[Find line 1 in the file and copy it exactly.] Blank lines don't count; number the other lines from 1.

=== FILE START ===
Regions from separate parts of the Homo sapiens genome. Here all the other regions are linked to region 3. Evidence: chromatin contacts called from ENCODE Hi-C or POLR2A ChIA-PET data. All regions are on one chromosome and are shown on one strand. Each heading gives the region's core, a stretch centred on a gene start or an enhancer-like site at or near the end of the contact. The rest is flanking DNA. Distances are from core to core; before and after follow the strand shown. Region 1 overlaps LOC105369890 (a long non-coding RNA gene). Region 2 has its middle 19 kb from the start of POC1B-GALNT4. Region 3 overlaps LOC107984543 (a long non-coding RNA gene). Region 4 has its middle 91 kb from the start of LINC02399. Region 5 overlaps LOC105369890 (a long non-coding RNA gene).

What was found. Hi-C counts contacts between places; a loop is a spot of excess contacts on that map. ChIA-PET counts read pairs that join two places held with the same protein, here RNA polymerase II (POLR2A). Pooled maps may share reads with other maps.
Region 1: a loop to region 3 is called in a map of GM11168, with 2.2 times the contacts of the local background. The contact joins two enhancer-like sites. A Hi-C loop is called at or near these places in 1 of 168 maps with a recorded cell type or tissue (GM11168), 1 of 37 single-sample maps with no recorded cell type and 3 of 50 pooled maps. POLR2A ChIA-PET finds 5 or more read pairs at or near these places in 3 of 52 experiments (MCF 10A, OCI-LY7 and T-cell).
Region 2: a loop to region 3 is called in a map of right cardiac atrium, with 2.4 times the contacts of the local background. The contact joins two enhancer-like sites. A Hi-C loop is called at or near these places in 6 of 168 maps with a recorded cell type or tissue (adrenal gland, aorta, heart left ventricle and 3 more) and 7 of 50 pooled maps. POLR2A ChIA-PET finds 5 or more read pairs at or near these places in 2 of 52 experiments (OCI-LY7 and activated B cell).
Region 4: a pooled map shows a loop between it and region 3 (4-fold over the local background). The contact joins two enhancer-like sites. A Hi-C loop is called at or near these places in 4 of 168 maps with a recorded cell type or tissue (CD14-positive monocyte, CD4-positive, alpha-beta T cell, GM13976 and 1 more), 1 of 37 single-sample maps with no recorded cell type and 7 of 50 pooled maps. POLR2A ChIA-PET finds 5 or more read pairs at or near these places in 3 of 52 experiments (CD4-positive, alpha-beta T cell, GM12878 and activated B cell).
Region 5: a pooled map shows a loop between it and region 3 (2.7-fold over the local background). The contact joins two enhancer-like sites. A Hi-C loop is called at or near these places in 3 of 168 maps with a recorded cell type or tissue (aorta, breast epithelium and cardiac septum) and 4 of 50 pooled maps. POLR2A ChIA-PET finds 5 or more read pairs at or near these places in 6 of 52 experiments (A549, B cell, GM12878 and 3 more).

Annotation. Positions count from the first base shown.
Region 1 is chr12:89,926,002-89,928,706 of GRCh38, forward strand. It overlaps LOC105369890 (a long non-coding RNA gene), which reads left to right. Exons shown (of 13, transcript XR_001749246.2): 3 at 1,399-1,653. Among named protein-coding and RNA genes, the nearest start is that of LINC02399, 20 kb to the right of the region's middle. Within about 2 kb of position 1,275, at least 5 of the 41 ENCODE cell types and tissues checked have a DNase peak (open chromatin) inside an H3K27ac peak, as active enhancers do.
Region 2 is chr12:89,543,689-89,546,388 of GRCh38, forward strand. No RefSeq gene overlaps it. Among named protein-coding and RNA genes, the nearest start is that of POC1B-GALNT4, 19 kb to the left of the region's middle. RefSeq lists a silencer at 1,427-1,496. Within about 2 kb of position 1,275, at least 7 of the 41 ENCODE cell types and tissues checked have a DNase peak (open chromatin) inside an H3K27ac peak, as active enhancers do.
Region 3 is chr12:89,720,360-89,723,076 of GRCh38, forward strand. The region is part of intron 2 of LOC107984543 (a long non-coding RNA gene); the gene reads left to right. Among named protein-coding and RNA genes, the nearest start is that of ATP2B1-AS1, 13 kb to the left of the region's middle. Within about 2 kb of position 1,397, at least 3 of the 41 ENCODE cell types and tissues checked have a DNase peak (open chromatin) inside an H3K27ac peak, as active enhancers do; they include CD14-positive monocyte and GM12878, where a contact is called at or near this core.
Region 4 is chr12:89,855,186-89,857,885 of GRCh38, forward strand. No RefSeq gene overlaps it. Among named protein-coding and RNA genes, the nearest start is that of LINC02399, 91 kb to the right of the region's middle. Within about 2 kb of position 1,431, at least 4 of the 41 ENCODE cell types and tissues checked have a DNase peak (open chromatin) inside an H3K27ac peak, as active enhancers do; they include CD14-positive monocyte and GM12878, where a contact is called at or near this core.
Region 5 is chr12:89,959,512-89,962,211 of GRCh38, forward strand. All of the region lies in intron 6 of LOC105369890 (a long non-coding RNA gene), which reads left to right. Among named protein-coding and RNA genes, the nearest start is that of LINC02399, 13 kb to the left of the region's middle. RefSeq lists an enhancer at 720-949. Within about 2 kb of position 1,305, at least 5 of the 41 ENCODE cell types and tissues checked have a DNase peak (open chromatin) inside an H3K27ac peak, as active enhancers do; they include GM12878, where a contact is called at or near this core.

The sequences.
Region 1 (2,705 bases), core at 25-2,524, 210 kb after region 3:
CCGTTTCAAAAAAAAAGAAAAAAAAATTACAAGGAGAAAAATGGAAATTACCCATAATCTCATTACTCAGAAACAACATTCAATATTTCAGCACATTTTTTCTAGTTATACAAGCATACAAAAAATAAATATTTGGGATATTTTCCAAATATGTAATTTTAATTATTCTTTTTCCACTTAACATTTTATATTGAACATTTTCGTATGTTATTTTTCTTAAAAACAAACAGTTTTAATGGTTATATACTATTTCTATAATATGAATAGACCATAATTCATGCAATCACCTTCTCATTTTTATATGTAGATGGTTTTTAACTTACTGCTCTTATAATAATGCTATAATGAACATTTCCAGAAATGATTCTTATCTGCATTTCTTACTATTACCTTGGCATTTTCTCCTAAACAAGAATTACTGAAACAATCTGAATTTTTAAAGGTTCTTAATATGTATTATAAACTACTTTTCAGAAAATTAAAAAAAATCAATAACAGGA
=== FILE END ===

Regions from separate parts of the Homo sapiens genome. Here all the other regions are linked to region 3. Evidence: chromatin contacts called from ENCODE Hi-C or POLR2A ChIA-PET data. All regions are on one chromosome and are shown on one strand. Each heading gives the region's core, a stretch centred on a gene start or an enhancer-like site at or near the end of the contact. The rest is flanking DNA. Distances are from core to core; before and after follow the strand shown. Region 1 overlaps LOC105369890 (a long non-coding RNA gene). Region 2 has its middle 19 kb from the start of POC1B-GALNT4. Region 3 overlaps LOC107984543 (a long non-coding RNA gene). Region 4 has its middle 91 kb from the start of LINC02399. Region 5 overlaps LOC105369890 (a long non-coding RNA gene).